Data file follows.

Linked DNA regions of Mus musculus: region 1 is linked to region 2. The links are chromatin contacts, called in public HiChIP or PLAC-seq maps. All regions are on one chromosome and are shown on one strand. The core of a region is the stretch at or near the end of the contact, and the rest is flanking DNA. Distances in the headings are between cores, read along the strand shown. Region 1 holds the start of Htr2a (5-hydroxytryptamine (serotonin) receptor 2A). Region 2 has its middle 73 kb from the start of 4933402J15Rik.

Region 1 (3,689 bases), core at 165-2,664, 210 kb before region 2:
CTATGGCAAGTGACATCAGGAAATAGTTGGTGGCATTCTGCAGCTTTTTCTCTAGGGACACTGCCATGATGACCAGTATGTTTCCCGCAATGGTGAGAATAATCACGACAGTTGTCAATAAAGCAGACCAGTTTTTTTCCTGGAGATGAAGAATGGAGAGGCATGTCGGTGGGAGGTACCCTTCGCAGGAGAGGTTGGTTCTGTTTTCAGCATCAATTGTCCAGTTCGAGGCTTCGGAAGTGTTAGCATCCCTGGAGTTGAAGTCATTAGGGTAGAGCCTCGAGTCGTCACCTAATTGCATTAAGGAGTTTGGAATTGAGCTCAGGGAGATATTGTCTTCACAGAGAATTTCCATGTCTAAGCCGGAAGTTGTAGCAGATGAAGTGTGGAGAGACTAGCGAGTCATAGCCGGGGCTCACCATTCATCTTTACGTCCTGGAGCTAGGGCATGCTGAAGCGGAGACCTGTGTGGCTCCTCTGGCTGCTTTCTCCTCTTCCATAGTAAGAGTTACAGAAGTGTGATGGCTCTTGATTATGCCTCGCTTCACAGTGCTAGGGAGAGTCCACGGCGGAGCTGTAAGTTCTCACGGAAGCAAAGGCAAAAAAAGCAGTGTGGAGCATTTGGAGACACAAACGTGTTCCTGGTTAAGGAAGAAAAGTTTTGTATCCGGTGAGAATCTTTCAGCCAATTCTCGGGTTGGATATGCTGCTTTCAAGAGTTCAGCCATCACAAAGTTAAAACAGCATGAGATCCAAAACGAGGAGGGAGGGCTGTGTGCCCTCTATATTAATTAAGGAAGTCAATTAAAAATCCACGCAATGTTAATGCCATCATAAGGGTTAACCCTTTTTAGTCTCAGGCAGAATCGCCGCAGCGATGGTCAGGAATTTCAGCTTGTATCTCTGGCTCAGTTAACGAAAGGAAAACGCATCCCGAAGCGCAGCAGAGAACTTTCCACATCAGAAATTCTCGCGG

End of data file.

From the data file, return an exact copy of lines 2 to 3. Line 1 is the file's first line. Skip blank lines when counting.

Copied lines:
Region 1 (3,689 bases), core at 165-2,664, 210 kb before region 2:
CTATGGCAAGTGACATCAGGAAATAGTTGGTGGCATTCTGCAGCTTTTTCTCTAGGGACACTGCCATGATGACCAGTATGTTTCCCGCAATGGTGAGAATAATCACGACAGTTGTCAATAAAGCAGACCAGTTTTTTTCCTGGAGATGAAGAATGGAGAGGCATGTCGGTGGGAGGTACCCTTCGCAGGAGAGGTTGGTTCTGTTTTCAGCATCAATTGTCCAGTTCGAGGCTTCGGAAGTGTTAGCATCCCTGGAGTTGAAGTCATTAGGGTAGAGCCTCGAGTCGTCACCTAATTGCATTAAGGAGTTTGGAATTGAGCTCAGGGAGATATTGTCTTCACAGAGAATTTCCATGTCTAAGCCGGAAGTTGTAGCAGATGAAGTGTGGAGAGACTAGCGAGTCATAGCCGGGGCTCACCATTCATCTTTACGTCCTGGAGCTAGGGCATGCTGAAGCGGAGACCTGTGTGGCTCCTCTGGCTGCTTTCTCCTCTTCCATAGTAAGAGTTACAGAAGTGTGATGGCTCTTGATTATGCCTCGCTTCACAGTGCTAGGGAGAGTCCACGGCGGAGCTGTAAGTTCTCACGGAAGCAAAGGCAAAAAAAGCAGTGTGGAGCATTTGGAGACACAAACGTGTTCCTGGTTAAGGAAGAAAAGTTTTGTATCCGGTGAGAATCTTTCAGCCAATTCTCGGGTTGGATATGCTGCTTTCAAGAGTTCAGCCATCACAAAGTTAAAACAGCATGAGATCCAAAACGAGGAGGGAGGGCTGTGTGCCCTCTATATTAATTAAGGAAGTCAATTAAAAATCCACGCAATGTTAATGCCATCATAAGGGTTAACCCTTTTTAGTCTCAGGCAGAATCGCCGCAGCGATGGTCAGGAATTTCAGCTTGTATCTCTGGCTCAGTTAACGAAAGGAAAACGCATCCCGAAGCGCAGCAGAGAACTTTCCACATCAGAAATTCTCGCGG